Trust the New York Post to break yet another story from the alien enclave of wealthy Manhattan. The tabloid which first told us of parents who hire disabled “concierges” to help them skip the lines at Disney has unearthed another spurious phenomenon: $400-an-hour play date consultants hired to boost rich kids’ applications to tony private kindergartens.
According to Susan Rehault, whose Aristotle Circle company
milks rich parents’ anxiety promotes and assesses children’s play skills, many wealthy Manhattan toddlers “need a little bit more work” learning how to play. Apparently the kids are so busy attending Mandarin lessons, violin classes, and tennis clinics that they never develop free play skills. This wouldn’t be an issue for their parents, except that elite kindergartens have started demanding their students act like human children, not well-bred child-bots.
“These children have five classes a week but they don’t know the simplest thing — how to be at ease and play spontaneously with a child,” said Primates of Park Avenue author, Wednesday Martin.
So Aristotle Circle arranges play dates, allowing groups of three to four children to associate freely (at scheduled intervals, natch), while the consultants assess their ability to share, colour and maintain a proper crayon grasp.
If you’ve already started shaking your head by now, trust me: I’m with you. My initial response was also obvious and terrifically plebeian, starting with swears and ending with thoughts of what a better rich person I would be than these crazy New Yorkers. (If you care to know, I would follow the Angelina Jolie Rule of Bazillionaire Budgeting: save a third, spend a third, donate a third. And you’d better believe that none of the spending portion would go to dubious consultants). But eventually my disbelief morphed into more industrious thoughts: where can I find rich, gullible parents and what kind of consultant could I be?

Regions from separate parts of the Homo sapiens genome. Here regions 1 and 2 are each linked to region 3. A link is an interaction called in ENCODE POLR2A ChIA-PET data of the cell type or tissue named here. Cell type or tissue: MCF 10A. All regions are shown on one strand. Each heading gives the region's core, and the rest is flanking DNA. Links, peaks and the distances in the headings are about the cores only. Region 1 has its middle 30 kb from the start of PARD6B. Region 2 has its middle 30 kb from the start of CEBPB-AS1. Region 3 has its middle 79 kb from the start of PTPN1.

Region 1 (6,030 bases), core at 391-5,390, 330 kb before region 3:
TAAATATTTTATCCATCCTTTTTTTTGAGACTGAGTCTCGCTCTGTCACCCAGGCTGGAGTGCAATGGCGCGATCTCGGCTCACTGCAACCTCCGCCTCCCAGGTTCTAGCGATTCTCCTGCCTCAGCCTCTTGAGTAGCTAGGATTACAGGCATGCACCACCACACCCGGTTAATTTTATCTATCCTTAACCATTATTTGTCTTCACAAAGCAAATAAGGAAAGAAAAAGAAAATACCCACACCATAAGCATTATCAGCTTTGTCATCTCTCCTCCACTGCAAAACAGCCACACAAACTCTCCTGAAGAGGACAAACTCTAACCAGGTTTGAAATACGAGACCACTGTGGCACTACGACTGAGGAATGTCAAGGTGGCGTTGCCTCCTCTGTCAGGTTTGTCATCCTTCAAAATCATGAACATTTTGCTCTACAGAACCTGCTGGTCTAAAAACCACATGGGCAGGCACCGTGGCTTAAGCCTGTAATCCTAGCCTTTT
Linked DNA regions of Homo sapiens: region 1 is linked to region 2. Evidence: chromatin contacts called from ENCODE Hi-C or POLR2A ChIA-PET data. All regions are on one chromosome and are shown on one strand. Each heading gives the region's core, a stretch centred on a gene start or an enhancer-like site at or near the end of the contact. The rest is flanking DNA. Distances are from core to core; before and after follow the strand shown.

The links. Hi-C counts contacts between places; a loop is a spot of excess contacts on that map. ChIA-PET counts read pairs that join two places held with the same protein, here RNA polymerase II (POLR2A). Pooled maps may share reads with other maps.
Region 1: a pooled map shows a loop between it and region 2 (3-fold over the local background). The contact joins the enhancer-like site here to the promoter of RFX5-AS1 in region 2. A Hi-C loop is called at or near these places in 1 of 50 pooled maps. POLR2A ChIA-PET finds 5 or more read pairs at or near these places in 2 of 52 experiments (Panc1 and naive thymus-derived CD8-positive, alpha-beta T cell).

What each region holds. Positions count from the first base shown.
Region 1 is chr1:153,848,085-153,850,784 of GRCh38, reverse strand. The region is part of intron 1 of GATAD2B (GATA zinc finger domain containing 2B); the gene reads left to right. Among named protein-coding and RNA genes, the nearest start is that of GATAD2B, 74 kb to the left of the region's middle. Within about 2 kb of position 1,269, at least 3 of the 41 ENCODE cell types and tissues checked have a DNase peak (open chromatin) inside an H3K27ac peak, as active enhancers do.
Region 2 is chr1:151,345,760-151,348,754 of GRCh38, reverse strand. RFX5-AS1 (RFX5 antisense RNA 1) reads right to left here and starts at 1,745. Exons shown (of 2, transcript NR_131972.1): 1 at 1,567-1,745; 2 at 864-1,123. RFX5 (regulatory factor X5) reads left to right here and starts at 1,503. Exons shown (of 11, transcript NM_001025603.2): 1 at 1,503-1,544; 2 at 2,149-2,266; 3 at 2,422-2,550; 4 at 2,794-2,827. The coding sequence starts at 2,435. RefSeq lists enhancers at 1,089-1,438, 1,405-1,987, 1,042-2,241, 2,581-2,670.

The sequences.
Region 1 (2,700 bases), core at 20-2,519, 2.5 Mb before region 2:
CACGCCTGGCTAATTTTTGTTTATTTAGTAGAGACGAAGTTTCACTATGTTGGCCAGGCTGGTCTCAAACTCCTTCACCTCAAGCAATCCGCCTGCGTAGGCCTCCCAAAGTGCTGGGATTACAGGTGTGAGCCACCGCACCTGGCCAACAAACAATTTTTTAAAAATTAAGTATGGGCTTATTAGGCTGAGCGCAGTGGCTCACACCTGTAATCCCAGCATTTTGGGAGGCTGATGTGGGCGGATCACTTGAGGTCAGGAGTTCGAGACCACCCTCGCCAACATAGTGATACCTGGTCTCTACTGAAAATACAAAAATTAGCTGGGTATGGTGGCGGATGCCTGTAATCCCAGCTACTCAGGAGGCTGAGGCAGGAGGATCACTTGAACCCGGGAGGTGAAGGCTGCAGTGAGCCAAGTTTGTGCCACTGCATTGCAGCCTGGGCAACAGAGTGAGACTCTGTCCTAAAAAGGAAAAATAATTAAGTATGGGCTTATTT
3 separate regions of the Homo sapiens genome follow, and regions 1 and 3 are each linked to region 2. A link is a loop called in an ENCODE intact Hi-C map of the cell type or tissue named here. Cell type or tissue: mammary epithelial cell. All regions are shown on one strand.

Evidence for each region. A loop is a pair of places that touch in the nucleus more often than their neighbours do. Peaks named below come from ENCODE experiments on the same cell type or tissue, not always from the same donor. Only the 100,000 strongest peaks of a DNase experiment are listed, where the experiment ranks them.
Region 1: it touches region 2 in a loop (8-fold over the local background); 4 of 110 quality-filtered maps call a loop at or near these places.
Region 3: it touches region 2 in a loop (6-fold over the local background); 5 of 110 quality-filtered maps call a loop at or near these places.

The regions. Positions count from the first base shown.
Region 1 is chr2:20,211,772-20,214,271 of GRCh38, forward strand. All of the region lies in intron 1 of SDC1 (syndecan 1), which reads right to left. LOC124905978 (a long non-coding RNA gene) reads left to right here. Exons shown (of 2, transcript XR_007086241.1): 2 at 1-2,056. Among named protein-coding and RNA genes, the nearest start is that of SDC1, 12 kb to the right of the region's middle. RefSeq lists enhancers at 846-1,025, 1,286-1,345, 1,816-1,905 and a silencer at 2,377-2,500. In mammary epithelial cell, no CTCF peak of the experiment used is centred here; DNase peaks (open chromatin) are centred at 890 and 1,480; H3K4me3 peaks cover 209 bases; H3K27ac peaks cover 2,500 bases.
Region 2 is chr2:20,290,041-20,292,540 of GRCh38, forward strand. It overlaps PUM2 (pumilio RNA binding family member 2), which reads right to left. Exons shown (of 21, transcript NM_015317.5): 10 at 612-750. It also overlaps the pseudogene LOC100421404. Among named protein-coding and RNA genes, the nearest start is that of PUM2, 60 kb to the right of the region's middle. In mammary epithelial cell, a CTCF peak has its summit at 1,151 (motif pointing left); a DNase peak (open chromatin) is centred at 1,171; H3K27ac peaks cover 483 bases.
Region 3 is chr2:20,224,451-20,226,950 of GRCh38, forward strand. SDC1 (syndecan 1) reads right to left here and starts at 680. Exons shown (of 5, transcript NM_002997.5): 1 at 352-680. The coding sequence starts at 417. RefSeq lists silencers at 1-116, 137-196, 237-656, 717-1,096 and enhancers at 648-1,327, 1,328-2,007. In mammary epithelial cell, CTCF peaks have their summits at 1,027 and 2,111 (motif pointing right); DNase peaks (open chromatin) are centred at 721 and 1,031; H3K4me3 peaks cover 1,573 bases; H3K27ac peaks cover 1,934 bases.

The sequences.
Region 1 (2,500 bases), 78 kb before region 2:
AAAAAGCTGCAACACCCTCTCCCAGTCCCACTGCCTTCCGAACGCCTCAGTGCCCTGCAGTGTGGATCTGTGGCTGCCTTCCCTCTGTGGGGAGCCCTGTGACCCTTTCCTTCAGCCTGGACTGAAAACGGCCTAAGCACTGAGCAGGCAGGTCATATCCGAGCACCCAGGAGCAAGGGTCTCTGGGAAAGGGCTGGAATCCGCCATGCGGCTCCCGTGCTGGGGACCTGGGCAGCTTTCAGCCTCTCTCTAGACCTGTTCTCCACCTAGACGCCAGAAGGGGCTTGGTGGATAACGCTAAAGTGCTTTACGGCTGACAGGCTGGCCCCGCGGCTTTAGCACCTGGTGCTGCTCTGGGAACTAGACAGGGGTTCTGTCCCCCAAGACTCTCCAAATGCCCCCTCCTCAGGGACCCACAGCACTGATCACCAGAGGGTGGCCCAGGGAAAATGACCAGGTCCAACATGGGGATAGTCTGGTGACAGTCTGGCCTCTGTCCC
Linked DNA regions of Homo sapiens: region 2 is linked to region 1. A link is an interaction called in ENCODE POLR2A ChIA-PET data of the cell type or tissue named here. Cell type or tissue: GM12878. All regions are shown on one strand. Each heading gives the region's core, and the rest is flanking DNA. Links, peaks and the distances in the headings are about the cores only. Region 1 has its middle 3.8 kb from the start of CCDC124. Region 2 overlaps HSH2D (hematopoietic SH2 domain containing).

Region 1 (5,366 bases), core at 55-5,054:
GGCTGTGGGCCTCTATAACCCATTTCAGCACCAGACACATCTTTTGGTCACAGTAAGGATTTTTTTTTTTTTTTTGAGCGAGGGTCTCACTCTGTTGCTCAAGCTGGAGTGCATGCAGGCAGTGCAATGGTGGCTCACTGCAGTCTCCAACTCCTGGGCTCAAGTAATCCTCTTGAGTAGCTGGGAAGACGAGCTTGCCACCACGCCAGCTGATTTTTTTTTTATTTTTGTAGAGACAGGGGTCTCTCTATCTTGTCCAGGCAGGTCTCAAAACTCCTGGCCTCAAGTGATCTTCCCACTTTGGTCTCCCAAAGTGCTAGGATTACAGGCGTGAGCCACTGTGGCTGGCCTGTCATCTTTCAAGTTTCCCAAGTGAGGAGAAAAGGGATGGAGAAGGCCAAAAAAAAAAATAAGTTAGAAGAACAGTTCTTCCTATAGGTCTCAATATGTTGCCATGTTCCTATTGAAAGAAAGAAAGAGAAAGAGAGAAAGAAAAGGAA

I could invite rich kids’ to my messy living room, to acquaint them with immunity building germs, and to help them develop the linguistic skills necessary for dealing with citizens of lower social classes. I could pimp out my bicultural son for special diversity play dates. Lego instructor! Imagination coach! The possibilities are endless.
Anyway, my point is this: if you’ve got the means to spend $400+ in an entirely frivolous, but earnest attempt to improve your child’s future, call me. If not? Then I guess my peasant child and I will see you and yours at the sandbox. Perhaps we can teach the kids free play by casually ignoring them while we catch up on adult conversation? Unfortunately the only currency I can offer for your kid’s valuable time is goldfish crackers. But if that works for you, then see you at the park!